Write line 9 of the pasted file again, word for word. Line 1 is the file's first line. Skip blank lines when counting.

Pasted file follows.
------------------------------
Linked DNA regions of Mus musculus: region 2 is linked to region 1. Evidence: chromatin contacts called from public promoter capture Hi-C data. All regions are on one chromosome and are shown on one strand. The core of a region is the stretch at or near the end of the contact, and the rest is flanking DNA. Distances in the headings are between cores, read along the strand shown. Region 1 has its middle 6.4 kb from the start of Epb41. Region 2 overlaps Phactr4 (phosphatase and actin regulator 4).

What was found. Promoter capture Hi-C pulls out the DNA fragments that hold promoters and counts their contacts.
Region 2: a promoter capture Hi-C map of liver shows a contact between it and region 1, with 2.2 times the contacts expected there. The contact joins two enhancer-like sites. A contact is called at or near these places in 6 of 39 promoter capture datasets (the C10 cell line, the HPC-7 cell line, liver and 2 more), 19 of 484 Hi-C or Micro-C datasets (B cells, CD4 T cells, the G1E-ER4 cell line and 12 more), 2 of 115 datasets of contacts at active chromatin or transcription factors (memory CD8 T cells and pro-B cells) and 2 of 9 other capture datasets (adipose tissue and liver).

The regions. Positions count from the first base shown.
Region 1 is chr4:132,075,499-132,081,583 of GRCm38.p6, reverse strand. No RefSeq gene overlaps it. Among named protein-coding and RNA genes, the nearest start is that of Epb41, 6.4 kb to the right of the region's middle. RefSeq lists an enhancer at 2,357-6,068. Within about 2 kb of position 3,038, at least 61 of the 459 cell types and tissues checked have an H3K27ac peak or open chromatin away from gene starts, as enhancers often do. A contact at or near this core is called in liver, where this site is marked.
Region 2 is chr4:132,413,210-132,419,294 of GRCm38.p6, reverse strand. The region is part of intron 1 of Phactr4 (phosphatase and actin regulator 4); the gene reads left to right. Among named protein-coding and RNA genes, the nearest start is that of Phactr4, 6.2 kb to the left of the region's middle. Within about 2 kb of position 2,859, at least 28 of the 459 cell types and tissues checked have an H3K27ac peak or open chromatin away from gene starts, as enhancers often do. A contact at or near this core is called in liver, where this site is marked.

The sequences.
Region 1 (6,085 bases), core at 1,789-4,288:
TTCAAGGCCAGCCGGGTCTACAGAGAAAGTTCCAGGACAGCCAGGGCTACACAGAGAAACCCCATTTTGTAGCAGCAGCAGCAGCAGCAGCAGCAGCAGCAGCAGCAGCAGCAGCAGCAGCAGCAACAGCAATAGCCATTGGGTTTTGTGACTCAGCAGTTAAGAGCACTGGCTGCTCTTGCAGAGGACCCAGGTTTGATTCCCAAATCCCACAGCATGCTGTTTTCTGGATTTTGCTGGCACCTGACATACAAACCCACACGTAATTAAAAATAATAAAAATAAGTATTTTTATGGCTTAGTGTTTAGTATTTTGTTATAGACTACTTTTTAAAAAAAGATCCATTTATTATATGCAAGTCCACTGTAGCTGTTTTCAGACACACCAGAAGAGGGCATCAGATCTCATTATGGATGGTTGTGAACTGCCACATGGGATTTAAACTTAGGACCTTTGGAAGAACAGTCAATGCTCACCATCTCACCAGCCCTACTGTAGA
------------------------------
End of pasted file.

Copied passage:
TTCAAGGCCAGCCGGGTCTACAGAGAAAGTTCCAGGACAGCCAGGGCTACACAGAGAAACCCCATTTTGTAGCAGCAGCAGCAGCAGCAGCAGCAGCAGCAGCAGCAGCAGCAGCAGCAGCAGCAACAGCAATAGCCATTGGGTTTTGTGACTCAGCAGTTAAGAGCACTGGCTGCTCTTGCAGAGGACCCAGGTTTGATTCCCAAATCCCACAGCATGCTGTTTTCTGGATTTTGCTGGCACCTGACATACAAACCCACACGTAATTAAAAATAATAAAAATAAGTATTTTTATGGCTTAGTGTTTAGTATTTTGTTATAGACTACTTTTTAAAAAAAGATCCATTTATTATATGCAAGTCCACTGTAGCTGTTTTCAGACACACCAGAAGAGGGCATCAGATCTCATTATGGATGGTTGTGAACTGCCACATGGGATTTAAACTTAGGACCTTTGGAAGAACAGTCAATGCTCACCATCTCACCAGCCCTACTGTAGA